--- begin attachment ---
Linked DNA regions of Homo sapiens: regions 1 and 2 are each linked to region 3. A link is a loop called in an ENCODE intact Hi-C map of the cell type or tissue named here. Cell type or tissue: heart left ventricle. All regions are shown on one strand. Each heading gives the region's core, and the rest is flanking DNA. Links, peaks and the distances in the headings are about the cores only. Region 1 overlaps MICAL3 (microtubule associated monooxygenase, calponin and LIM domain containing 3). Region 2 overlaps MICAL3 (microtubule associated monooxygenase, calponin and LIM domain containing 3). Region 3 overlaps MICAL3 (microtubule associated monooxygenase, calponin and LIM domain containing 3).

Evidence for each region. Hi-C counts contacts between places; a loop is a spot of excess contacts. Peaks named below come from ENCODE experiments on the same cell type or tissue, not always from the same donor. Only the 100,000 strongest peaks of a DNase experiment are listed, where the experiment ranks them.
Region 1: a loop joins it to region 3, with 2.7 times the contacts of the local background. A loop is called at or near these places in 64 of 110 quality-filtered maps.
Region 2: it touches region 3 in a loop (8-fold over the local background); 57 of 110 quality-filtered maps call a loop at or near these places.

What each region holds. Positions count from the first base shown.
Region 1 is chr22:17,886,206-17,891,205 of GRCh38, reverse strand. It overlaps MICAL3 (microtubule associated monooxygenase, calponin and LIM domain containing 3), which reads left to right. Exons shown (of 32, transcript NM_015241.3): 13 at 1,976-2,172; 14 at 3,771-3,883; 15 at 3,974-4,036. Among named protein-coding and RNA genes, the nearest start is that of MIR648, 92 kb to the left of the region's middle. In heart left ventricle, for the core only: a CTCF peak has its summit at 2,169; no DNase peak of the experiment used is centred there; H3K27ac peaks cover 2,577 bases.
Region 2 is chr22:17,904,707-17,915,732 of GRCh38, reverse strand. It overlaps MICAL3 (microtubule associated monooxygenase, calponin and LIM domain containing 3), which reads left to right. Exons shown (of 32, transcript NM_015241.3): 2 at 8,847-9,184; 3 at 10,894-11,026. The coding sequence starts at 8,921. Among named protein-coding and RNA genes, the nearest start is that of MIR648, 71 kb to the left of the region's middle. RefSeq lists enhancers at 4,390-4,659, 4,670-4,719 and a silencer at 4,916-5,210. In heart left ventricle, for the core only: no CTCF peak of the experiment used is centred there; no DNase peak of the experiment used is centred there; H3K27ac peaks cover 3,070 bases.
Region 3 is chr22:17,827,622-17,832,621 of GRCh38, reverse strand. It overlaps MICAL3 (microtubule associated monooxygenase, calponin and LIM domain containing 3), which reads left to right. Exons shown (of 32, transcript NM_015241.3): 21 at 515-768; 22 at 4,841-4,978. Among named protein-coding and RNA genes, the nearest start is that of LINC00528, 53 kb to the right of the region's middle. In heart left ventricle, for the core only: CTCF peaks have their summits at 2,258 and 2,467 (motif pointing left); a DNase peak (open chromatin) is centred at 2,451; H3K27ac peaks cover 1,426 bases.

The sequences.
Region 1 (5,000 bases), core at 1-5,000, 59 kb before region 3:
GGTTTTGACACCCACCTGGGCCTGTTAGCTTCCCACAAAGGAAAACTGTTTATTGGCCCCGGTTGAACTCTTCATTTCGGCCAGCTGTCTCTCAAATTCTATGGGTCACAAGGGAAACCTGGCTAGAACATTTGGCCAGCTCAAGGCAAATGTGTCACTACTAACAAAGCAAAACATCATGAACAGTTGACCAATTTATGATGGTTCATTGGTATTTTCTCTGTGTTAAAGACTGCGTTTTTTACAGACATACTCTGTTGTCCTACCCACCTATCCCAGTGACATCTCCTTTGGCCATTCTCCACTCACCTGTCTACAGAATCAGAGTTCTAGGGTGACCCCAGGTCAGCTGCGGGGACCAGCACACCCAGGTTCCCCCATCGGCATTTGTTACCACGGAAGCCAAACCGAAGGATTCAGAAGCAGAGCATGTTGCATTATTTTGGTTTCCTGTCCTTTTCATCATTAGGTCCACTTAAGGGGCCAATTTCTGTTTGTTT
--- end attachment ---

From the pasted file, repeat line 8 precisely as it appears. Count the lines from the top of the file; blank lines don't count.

Region 3 is chr22:17,827,622-17,832,621 of GRCh38, reverse strand. It overlaps MICAL3 (microtubule associated monooxygenase, calponin and LIM domain containing 3), which reads left to right. Exons shown (of 32, transcript NM_015241.3): 21 at 515-768; 22 at 4,841-4,978. Among named protein-coding and RNA genes, the nearest start is that of LINC00528, 53 kb to the right of the region's middle. In heart left ventricle, for the core only: CTCF peaks have their summits at 2,258 and 2,467 (motif pointing left); a DNase peak (open chromatin) is centred at 2,451; H3K27ac peaks cover 1,426 bases.